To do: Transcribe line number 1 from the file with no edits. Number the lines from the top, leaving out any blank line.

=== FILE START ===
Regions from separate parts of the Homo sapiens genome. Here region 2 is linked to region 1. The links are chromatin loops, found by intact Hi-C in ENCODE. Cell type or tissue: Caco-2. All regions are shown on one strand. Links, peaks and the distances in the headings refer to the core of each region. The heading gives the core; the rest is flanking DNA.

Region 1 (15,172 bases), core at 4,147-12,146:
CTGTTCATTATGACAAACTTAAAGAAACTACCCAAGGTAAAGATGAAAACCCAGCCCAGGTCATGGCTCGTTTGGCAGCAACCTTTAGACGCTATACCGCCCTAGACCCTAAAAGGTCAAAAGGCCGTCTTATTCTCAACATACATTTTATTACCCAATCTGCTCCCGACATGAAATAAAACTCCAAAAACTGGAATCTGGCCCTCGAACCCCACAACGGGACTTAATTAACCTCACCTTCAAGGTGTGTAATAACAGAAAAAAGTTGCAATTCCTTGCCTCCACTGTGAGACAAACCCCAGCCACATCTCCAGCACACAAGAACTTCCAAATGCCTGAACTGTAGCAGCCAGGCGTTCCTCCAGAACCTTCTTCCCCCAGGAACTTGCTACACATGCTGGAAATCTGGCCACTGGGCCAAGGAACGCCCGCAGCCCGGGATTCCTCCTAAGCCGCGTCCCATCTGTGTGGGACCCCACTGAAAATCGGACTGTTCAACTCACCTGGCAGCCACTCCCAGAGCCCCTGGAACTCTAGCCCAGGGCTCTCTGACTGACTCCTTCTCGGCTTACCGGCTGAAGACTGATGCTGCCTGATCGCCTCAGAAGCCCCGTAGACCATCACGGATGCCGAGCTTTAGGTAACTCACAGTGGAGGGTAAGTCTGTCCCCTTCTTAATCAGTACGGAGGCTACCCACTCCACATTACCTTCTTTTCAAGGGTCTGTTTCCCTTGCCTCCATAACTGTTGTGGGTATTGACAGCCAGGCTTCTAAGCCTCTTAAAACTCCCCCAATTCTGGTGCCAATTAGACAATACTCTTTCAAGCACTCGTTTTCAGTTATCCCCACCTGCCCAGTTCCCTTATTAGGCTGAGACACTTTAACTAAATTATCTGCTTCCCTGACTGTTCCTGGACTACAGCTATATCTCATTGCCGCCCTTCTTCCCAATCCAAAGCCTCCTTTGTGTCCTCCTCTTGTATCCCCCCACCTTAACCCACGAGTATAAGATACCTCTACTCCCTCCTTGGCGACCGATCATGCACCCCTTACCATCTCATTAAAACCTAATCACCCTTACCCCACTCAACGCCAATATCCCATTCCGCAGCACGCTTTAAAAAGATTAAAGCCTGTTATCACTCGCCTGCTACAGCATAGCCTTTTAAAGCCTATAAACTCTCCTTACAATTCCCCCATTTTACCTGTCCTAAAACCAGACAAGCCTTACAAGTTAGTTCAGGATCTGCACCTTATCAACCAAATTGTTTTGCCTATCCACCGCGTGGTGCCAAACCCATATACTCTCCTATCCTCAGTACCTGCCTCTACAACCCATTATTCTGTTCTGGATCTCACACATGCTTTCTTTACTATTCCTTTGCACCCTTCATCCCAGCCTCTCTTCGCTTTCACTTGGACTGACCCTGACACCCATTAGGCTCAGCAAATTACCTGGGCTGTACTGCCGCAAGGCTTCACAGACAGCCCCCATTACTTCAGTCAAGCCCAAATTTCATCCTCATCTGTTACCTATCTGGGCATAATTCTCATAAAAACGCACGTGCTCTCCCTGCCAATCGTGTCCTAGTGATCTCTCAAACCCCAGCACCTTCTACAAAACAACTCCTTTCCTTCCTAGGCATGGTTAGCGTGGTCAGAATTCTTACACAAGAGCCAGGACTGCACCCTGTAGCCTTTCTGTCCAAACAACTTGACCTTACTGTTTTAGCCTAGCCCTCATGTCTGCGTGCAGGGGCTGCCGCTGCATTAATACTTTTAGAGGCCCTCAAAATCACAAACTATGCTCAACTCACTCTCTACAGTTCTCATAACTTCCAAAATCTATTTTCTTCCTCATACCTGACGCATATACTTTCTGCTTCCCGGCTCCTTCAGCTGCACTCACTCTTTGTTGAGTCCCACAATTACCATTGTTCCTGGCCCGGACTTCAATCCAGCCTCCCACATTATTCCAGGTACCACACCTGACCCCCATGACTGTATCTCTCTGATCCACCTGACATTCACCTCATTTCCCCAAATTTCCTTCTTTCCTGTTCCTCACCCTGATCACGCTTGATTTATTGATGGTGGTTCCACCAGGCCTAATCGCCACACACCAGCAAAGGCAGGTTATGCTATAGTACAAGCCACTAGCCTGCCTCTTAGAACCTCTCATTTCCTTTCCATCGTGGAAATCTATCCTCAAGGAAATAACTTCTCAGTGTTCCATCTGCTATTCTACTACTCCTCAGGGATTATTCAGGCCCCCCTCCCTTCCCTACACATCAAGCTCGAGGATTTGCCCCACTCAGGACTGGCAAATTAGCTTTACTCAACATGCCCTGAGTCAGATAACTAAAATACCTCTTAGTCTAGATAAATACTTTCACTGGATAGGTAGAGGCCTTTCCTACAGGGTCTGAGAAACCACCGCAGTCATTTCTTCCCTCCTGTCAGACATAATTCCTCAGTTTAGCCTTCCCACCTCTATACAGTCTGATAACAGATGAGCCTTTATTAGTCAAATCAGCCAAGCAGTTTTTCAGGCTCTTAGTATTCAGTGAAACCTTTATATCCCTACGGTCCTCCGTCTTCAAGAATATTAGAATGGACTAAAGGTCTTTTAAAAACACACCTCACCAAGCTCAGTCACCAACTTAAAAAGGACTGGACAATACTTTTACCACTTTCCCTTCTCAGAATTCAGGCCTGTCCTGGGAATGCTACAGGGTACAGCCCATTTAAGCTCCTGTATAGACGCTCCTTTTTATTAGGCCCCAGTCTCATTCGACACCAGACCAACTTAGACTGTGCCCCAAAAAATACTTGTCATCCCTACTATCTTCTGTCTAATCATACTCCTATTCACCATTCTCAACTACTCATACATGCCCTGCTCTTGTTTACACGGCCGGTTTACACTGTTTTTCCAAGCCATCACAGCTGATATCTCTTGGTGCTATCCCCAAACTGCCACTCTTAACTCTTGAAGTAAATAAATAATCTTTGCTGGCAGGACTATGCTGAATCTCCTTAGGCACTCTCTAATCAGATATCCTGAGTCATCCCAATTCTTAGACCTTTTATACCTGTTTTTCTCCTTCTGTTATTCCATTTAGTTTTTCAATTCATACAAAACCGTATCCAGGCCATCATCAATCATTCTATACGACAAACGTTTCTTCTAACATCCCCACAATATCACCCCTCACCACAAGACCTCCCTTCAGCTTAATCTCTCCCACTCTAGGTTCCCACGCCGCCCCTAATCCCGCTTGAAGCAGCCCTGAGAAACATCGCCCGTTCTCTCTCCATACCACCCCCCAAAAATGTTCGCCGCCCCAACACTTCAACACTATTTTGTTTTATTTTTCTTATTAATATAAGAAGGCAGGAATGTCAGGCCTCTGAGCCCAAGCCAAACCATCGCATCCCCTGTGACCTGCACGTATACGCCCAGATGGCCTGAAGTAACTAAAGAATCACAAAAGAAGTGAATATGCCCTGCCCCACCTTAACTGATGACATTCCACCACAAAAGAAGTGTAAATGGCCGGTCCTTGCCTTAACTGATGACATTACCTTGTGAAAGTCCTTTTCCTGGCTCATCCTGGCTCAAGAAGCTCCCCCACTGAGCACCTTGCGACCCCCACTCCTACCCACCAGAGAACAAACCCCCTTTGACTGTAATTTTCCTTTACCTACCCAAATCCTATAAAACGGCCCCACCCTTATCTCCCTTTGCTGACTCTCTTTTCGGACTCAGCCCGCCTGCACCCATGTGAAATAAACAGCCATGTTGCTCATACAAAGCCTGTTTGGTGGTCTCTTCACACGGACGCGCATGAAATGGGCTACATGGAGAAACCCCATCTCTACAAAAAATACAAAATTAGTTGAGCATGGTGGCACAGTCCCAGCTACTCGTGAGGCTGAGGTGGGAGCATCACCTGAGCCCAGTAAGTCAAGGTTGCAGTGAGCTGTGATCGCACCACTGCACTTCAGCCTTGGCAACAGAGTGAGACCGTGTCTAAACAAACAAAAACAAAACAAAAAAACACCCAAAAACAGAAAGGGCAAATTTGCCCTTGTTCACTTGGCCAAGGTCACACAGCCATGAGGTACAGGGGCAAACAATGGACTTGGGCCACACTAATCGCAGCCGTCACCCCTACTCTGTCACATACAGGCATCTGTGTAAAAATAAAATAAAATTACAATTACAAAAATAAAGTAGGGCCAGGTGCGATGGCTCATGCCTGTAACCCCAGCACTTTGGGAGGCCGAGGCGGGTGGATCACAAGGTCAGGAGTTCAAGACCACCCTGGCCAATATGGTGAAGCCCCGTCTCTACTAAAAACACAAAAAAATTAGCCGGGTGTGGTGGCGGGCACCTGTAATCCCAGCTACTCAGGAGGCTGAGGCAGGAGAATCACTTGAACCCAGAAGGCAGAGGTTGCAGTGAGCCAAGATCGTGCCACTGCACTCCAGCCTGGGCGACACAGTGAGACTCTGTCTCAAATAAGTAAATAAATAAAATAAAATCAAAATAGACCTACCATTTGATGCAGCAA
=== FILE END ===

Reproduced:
Regions from separate parts of the Homo sapiens genome. Here region 2 is linked to region 1. The links are chromatin loops, found by intact Hi-C in ENCODE. Cell type or tissue: Caco-2. All regions are shown on one strand. Links, peaks and the distances in the headings refer to the core of each region. The heading gives the core; the rest is flanking DNA.